Vocabulary:

A large, well developed vocabulary is vital to a child’s reading success. The more words a child knows, the more equipped he/she will be when encountering a new word in a book or elsewhere in his/her environment. Vocabulary can aid in the decoding of a longer word, and will support the crucial comprehension that is necessary for fluent and meaningful reading.

A child’s early vocabulary and language development is heavily dependent on parents. It is up to you to encourage a strong and robust vocabulary. How can you do this? Talk to your child! Do this from early infancy on, through the toddler and early childhood years. Limit baby talk. Describe, using clear words and full sentences, what you are doing with and for your child throughout daily routines. Use appropriate words when engaging with your child. Instead of saying “doggie” for a small animal, use the correct term such as ‘raccoon’ or even ‘poodle’. Say “I’m feeling frustrated” and “You’re disappointed” instead of “I’m angry” and “You’re sad”. A young child has almost limitless potential for language! They more words your child is exposed to, the larger and more varied his/her vocabulary will be.

Also very important, read to your child! Books are excellent vehicle for introducing new words and concepts to young children, and provide invaluable opportunities for parents to scaffold the development of new ideas and information.

Background Knowledge:

Similar to vocabulary, a child’s prior knowledge has a huge impact on their future reading success. A child with rich funds of information, also called schema, already has a wide base onto which to build further learning. The more your child knows, the easier it will be for him/her to add on more information. Knowledge begets knowledge. And a curious child is a child who reads.

How can we build background knowledge? Again, talk to your child. About your day, about the incident you saw together in the street, about current events. Discuss upcoming holidays and special occasions. Point out local news and schedules such as alternate side parking or grand openings of shops or community programs. Explain the sequence of events of davening in shul.  Keep your child in the loop. All this can be done in an age-appropriate manner.

Another excellent way of building schema is by taking trips. These do not need to be costly. A new experience of any kind provides a wonderful opportunity to expand a child’s world and knowledge base, especially when guided by an adult. A trip to the waterfront can teach a child about fishing or shipping. A trip to a garden can teach a child about birds and flowers. A trip to a car mechanic can teach a child about cars! When possible, take trips to museums and zoos that offer a wealth of information to expand a child’s schema.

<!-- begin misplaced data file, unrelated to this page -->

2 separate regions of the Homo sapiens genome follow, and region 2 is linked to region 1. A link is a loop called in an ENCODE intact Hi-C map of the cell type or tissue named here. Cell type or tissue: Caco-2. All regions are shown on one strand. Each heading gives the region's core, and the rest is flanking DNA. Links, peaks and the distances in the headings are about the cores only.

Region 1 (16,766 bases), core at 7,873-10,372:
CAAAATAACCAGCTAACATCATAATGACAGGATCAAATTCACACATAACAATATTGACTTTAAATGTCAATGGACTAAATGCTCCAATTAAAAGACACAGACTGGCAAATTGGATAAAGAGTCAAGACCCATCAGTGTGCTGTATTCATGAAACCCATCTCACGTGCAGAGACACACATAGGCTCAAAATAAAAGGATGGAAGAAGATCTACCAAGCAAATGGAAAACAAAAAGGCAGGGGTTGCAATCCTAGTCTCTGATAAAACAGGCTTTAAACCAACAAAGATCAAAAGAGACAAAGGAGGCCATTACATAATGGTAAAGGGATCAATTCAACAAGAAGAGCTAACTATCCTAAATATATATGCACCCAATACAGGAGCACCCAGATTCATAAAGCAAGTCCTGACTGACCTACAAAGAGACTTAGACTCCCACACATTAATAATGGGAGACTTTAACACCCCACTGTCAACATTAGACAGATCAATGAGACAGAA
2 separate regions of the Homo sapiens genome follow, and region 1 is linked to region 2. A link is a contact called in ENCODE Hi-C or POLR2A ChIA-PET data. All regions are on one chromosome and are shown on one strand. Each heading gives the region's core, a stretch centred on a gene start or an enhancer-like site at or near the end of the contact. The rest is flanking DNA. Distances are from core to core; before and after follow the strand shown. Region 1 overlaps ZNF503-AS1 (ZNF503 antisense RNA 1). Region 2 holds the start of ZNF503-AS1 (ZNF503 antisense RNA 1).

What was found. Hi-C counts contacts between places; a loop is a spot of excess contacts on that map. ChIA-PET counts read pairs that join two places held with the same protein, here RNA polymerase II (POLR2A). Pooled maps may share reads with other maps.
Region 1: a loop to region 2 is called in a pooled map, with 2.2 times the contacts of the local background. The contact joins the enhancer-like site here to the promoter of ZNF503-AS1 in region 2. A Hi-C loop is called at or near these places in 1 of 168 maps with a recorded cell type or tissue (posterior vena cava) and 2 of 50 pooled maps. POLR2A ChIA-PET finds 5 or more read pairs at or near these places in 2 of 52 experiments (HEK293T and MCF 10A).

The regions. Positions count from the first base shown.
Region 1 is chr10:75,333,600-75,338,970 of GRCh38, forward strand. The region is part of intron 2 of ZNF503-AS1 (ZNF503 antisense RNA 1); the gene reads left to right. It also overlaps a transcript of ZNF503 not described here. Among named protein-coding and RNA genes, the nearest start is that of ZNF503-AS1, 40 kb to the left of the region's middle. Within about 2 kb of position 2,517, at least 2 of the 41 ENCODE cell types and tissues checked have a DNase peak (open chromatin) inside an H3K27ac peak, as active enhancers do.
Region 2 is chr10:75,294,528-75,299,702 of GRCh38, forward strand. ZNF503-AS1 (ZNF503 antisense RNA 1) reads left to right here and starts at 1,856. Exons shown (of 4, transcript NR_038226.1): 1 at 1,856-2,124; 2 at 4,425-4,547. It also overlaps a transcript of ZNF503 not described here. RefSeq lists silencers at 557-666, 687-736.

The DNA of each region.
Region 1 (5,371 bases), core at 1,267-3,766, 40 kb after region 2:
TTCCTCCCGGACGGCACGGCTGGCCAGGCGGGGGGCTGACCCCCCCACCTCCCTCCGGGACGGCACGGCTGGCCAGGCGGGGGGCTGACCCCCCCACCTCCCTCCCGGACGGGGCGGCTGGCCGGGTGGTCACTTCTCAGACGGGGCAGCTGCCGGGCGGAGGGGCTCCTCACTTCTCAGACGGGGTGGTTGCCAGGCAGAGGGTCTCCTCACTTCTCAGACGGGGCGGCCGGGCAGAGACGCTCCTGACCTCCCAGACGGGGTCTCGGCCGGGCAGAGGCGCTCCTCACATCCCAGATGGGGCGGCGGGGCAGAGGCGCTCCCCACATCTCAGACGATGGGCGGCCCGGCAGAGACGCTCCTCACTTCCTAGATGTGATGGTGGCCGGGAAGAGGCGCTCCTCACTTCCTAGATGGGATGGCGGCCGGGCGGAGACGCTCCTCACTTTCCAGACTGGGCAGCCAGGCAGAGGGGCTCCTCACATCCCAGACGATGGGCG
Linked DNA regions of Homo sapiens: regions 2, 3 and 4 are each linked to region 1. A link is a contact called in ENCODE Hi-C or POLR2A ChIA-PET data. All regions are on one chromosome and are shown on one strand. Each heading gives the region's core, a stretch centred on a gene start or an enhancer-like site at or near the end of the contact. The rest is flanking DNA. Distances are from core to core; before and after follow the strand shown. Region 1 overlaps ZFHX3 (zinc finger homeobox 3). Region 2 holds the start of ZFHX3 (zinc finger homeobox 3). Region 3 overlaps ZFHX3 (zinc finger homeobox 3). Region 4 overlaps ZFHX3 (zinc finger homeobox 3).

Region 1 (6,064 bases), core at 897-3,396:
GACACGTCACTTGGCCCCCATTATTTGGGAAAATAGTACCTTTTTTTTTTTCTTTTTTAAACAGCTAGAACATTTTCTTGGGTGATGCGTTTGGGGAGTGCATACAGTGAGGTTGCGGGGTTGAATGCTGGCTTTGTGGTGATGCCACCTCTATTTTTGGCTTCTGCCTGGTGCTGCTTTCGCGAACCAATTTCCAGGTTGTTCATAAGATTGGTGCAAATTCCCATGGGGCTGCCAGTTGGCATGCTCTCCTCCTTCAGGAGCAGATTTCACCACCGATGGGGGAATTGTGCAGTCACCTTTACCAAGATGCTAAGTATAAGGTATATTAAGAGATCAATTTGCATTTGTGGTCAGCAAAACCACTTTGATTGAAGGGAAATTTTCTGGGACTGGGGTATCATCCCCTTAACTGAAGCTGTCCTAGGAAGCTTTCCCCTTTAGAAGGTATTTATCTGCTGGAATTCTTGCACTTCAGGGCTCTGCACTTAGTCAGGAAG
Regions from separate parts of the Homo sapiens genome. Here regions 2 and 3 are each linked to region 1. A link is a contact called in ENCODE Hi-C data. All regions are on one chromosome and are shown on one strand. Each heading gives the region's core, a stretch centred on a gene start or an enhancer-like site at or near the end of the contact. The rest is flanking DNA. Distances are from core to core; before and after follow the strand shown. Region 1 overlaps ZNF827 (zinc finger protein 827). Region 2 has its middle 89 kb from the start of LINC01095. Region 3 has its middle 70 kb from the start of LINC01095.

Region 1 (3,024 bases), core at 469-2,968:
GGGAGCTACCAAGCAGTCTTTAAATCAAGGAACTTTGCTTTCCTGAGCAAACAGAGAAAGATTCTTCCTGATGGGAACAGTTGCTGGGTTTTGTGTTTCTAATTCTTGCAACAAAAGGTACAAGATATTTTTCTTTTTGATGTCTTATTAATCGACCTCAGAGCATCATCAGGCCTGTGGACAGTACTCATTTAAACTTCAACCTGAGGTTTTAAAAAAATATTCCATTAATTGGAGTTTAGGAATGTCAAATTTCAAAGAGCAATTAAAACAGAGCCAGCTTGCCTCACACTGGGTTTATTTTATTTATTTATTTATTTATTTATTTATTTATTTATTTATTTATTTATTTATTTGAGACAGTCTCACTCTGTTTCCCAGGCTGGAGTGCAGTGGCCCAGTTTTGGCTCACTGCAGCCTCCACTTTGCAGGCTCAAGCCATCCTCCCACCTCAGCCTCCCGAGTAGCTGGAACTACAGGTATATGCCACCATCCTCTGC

And, of course, an excellent way of increasing a child’s funds of information is by reading to him/her. Books provide endless sources of new information, especially when shared with a beloved adult.

We as parents are our children’s first teachers, and likely their most influential ones as well.

We have infinite opportunities and a power unlike any other educator our children will encounter. Hopefully, we can support their early reading skills and help pave the way to a lifetime of learning.

Recent Questions

Encore Services

Special Ed

  • Behavior Modification DIR/Floortime™

  • Social Skills & Social Thinking

  • Speech-Language Therapies

  • Multi-Sensory Math & Reading Instruction

  • Brain Gym™ & Physio-neurotherapy

  • Hebrew Reading Skill (Kriah) Training

  • Hands-On Music Therapy

  • Neuropsychological, Nutritional & Behavioral Evaluations

learn more

Encore ABA

  • Behavior Modification DIR/Floortime™

  • Social Skills & Social Thinkin

    g
  • Speech-Language Therapies

  • Multi-Sensory Math & Reading Instruction

  • Brain Gym™ & Physio-neurotherapy

  • Hebrew Reading Skill (Kriah) Training

  • Hands-On Music Therapy

  • Neuropsychological, Nutritional & Behavioral Evaluations

learn more

    Submit a Question

    Have a question? Please send us your
    concern and get answer questions right away.



    Each week, Ami Magazine features a “Let's Talk” post, with a question or inquiry commonly posed by Encore parents.

    Here is the response from one of our Encore Therapists.

    Let us know what you think!